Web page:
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Kenneth L. Gentry, Jr. —  Leave a comment

“Revelation” is the most frequently cited NT text in Christian writings of the 2nd century but, to my
knowledge, none of these postulate Nero of as being signified by 666. How can this be?

This is certainly true, however we should note the following in this regard:

(1) 666 must have meant something when John wrote it, but as we can see by
the time of Irenaeus the meaning was already lost. Ireneaus offers three
suggestions. Thus, all this problem does is tell us the meaning was lost, not that
the Nero meaning is erroneous.

(2) The very nature of apocalyptic is such that it baffles and challenges the
reader. John himself had to have an interpreting angel explain some of the
matters in his own vision (e.g., Rev 7:13-14; 17:9-10). We should not be
surprised that without John present and apart from an interpreting angel the meaning
could have been lost. And this is especially so in light of my next

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(3) It is the tendency of human nature and the evident temptation of the early church for one’s own situation to serve as an interpretive lens. In light of
the later Roman persecution of the church, the temptation to adapt Revelation
to the church’s own predicament would have been great. The church’s
circumstances and temptations could easily explain the arising of new interpretations
for purposes of “relevance.”

We see this tendency even in the Historicist school of interpretation: this
approach generally views Revelation’s events as beginning to unfold in the
first century and leading up to the interpreter’s present time, almost invariably
with the expectation that Revelation’s climax is being reached.

(4) How about Victorinus commentary on Revelation? While he indicates the Apocalypse was
written during the Domitian reign, he nevertheless states this:

“And one of the heads was slain to death, and his death-stroke was
healed: speaks of Nero. For it is certain that when he was followed by
the cavalry sent by the Senate, he cut through his own throat. This
one raised, therefore, God is to send as a worthy king to those
worthy, to the Jews and to the persecutors of Christ, a Christ of such
a kind the persecutors and Jews have deserved. And because he will be
bearing another name, and also beginning another life, so thus the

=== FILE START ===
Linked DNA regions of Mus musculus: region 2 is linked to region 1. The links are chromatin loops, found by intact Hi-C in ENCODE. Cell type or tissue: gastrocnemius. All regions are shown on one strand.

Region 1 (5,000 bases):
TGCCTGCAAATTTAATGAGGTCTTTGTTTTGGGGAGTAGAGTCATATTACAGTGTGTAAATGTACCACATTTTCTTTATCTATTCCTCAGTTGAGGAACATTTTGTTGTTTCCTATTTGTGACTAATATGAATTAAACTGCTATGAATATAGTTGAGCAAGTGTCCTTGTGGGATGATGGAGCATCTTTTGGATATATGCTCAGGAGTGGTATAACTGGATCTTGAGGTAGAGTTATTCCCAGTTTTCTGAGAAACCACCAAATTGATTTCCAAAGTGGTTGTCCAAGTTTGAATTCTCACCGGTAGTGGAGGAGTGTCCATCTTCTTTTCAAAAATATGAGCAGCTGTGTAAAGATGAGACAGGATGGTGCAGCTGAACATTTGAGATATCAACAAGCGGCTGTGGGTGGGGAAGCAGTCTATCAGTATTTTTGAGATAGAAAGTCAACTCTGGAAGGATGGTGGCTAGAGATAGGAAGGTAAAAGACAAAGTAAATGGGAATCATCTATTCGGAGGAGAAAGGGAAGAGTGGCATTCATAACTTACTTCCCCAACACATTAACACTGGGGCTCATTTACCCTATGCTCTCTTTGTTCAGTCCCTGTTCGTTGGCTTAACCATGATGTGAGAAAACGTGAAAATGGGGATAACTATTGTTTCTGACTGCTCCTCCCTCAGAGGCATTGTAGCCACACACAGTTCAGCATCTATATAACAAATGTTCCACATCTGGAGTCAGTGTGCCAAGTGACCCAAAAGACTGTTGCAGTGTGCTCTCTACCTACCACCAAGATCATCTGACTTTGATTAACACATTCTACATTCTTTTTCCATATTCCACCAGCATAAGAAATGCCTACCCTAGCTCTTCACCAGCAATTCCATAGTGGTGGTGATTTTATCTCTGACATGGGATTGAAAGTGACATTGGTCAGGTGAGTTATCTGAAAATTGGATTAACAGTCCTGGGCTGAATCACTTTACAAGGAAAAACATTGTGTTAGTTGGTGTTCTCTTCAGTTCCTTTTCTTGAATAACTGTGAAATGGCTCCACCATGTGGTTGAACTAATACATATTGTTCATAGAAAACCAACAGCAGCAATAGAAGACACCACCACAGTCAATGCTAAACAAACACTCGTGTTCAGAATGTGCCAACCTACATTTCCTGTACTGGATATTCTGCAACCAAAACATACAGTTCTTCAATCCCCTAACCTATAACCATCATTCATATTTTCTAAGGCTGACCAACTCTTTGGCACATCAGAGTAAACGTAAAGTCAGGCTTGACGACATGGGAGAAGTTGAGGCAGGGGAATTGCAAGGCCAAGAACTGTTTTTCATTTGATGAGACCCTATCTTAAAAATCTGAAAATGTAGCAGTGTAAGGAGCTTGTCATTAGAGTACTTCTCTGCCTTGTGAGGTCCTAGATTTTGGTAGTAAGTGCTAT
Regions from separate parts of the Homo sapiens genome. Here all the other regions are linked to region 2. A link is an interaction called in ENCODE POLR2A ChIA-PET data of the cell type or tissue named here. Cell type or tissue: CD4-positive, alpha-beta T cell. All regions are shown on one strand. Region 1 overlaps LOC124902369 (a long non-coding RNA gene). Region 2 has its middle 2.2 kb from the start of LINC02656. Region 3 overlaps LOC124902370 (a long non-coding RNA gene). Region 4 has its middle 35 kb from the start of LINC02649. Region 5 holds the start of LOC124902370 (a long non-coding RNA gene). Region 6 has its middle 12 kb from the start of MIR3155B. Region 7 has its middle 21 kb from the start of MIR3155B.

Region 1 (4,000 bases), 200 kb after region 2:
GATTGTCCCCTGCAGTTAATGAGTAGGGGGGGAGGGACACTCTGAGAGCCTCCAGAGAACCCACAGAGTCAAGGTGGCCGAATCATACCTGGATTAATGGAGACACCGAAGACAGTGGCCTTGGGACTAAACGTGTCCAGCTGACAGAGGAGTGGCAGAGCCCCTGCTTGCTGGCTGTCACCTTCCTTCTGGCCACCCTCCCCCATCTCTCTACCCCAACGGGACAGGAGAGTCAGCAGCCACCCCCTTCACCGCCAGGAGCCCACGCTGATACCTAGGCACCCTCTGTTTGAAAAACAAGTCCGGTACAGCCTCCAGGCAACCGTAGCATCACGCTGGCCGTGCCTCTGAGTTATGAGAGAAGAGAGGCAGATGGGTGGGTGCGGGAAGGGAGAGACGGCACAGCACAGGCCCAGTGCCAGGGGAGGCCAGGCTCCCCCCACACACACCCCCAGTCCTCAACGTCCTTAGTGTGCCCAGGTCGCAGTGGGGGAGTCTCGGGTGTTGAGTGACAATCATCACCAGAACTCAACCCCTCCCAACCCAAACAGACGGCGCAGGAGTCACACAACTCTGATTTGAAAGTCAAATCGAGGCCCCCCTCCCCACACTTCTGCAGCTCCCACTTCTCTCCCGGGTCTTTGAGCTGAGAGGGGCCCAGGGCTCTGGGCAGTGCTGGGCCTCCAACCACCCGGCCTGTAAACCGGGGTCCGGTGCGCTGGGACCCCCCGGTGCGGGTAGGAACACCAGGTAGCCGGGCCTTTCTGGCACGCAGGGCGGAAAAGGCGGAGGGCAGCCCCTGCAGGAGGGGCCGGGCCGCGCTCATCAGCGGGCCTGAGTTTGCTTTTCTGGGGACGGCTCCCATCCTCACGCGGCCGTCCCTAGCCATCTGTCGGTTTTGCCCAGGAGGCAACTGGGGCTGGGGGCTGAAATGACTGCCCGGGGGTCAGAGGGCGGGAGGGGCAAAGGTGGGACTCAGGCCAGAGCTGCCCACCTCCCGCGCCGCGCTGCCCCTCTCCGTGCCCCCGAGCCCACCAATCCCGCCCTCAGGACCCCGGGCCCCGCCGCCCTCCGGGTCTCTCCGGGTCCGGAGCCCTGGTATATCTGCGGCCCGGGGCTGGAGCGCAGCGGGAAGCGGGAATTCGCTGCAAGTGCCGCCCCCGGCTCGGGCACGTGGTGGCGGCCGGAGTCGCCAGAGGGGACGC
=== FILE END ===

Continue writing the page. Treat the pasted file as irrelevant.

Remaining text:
same will be taken for Christ. For Daniel says: He will not be
acquainted with the desire of women, in this he will be very impure,
and with no god of their fathers will he be familiar. For he will not
be able to seduce the people of the circumcision unless he becomes a
defender of the Law. Finally he will compel the saints to no other
thing except to receiving circumcision, if he will be able to seduce
them. Thus, he will make the faith of the people to him, so that by
them he will be called Christ. For he has risen up from hell, as we
also spoke of above in the words of Isaiah: Water, he says, nourishes
him, and the abyss enlarges him.b He who must change his name and not
change his name when he comes, the Holy Spirit says: His number is 666
(DCLXVI); this number is to be completed by Greek letters”.

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Kenneth L. Gentry, Jr.


Ken is a Presbyterian pastor and the author or co-author of over thirty books, most on eschatology. He has been married since 1971, and has three children and several grandchildren. He is a graduate of Tennessee Temple University (B.A., 1973), Reformed Theological Seminary (M.Div., 1977), and Whitefield Theological Seminary (Th.M., 1986; Th.D., 1988). He currently pastors Living Hope Presbyterian Church (affiliated with the RPCGA) in Greer, SC. Much of his writing is in the field of eschatology, including his 600 page book, He Shall Have Dominion: A Postmillennial Eschatology and his 400 page, Before Jerusalem Fell: Dating the Book of Revelation (his Th.D. dissertation). He contributed chapters to two Zondervan CounterPoints books on eschatological issues: Three Views on the Millennium and Beyond (edited by Darrell L. Bock) and Four Views on the Book of Revelation (edited by C. Marvin Pate). He also debated Thomas D. Ice in Kregel's The Great Tribulation: Past or Future? His books have been published by American Vision, Baker, Zondervan, Kregel, P & R, Greenhaven Press, Nordskog, Wipf & Stock, and several other publishers. He has published scores of articles in such publications as Tabletalk, Westminster Theological Journal, Evangelical Theological Society Journal, Banner of Truth, Christianity Today, Antithesis, Contra Mundum, and others. He has spoken at over 100 conferences in America, the Caribbean, and Australia. He is a member of the Evangelical Theological Society and a Church Council Committee member of Coalition on Revival.

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